29. 29. 29 Architecture Design/ Development Evaluation/Vali dation/Test Deployment to actual system IES Cities Platform ++ (Open Platform) + (services that leverage on open data and user contributed data) ++ (validate platform taking into account the different roles of stakeholders) + (applied in four different European Cities) SmartCityWare Service ++ (abstract services as services accessible model) + (SmartCityWare prototype was implemented.) + (Utilize the flexibility and extensibility based on SOM architecture) / iSapiens Platform ++ (Virtual Objects (VOs) and Agents) ++ (guidelines for design and implementation of smart city applications ) + (as a significant case study, the design of a real Smart Street in the city of Cosenza (Italy) ) + (the implementation of a real Smart Street in the city of Cosenza (Italy) ) FogFlow ++ (fog computing based framework) + (New methods adding the several APIs to standard- based APIs) + (3 case studies) / InterSCity Platform/InterS CSimulator ++ (microservices architecture, open source) + (real data gathered from metropolis) ++ (experimental results to demonstrate the benefits on scalability and performance) + (some case studies such as Sao Paulo) Realization status of each project Project Name Stage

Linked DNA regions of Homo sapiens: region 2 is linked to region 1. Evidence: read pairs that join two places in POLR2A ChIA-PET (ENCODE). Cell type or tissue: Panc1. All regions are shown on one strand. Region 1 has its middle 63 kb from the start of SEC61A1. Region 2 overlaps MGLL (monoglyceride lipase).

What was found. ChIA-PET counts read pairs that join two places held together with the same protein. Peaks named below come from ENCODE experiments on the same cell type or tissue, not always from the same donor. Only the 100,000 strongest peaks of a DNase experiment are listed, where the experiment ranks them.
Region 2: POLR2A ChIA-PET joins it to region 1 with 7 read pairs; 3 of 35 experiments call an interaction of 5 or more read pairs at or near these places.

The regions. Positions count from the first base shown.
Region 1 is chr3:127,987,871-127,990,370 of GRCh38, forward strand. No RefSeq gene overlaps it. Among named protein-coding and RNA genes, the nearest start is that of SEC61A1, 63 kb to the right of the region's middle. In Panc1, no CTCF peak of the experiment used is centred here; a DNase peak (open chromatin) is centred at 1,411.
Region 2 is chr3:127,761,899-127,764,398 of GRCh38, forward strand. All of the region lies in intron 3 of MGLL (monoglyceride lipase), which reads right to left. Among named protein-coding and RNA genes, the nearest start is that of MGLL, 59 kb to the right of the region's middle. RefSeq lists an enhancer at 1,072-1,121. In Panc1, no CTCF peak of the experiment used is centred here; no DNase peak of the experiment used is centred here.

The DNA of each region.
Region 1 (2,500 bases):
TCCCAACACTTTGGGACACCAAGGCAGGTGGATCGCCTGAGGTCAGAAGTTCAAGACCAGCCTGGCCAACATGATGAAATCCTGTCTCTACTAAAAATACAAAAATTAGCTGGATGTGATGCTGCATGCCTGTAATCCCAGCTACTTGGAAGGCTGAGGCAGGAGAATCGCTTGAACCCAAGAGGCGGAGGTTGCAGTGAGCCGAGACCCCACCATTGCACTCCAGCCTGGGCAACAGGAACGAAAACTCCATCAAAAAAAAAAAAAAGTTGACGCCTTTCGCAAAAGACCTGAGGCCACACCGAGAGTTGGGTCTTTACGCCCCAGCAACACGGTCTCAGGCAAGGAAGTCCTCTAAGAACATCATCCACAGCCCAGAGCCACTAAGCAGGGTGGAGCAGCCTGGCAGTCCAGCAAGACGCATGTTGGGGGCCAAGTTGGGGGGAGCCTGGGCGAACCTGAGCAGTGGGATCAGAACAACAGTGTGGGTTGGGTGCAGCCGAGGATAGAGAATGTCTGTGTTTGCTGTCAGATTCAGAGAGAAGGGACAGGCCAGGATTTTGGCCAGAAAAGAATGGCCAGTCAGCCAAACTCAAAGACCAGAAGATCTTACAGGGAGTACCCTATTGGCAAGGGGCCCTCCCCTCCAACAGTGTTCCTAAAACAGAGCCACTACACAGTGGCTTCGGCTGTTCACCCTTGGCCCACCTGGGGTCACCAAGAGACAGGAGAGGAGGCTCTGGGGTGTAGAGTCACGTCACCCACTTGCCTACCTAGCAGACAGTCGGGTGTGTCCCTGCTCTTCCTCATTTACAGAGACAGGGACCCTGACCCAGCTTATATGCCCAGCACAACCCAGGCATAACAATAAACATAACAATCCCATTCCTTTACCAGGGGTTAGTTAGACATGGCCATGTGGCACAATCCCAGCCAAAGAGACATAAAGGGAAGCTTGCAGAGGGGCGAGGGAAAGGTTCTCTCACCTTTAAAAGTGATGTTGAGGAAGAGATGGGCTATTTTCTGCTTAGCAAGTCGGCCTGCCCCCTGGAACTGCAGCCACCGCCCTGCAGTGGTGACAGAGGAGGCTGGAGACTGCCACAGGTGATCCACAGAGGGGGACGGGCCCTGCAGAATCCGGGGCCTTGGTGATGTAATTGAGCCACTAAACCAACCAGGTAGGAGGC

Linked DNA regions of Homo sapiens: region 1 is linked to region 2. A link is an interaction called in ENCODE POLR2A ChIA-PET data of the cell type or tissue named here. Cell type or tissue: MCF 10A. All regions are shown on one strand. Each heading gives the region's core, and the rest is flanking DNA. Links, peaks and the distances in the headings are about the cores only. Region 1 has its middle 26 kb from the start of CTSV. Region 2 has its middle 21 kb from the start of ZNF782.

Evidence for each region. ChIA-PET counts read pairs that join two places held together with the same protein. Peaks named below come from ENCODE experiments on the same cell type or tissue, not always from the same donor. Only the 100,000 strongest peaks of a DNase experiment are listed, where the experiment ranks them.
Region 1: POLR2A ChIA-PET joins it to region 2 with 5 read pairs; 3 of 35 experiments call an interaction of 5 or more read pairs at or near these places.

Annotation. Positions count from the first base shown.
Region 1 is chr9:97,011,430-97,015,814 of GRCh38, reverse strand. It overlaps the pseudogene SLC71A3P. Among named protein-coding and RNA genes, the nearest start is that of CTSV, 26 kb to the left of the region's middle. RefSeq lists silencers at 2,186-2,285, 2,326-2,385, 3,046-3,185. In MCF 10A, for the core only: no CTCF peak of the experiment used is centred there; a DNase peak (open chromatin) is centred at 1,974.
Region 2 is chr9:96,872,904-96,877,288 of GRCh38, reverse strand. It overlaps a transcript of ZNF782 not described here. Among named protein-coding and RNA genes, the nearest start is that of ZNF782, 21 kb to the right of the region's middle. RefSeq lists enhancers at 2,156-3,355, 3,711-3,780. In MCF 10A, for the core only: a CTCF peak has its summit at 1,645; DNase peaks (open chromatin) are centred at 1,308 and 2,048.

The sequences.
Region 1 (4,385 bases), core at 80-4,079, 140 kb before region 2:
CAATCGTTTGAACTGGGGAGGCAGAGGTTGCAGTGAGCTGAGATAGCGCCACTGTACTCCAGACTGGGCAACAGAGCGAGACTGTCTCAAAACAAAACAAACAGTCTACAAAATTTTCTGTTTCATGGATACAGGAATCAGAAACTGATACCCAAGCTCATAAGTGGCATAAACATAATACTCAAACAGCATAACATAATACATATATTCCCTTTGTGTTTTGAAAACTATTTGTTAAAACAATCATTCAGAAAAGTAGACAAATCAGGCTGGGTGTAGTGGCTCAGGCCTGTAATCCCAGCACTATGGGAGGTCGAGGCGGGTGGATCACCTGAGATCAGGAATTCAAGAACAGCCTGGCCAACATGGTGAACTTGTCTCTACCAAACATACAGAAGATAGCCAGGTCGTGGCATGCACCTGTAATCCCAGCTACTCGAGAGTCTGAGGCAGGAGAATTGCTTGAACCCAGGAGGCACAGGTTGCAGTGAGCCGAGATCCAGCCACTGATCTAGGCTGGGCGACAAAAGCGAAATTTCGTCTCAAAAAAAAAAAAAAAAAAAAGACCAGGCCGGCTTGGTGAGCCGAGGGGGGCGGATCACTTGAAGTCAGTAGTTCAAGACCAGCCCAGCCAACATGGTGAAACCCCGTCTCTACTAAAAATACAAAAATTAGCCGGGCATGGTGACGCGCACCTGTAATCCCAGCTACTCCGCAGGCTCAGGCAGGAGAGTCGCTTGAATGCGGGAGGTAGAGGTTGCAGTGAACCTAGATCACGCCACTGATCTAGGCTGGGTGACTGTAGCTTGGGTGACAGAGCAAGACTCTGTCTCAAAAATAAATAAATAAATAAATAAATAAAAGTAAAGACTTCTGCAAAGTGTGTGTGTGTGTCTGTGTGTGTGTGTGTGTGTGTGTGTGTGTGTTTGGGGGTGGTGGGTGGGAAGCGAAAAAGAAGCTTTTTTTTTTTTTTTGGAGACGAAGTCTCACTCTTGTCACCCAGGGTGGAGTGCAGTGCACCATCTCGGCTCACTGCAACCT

30. 30. Current status of proposals • Many of the proposals have been developed as prototypes, and small scale adaptations are being attempted. • Some of them contain detailed evaluation information, but each proposal has not yet been fully introduced into the actual system. • Since full-scale implementation also requires integration with other components, many proposals are expected to enter the deployment stage in the future. 30
  31. 31. Summary • There is no myth in system development. • The emergence of numerous proposals suggests various barriers to system development. • In addition, new challenges are anticipated in the spread of systems. • The platform is considered effective in solving or responding to these challenges. 31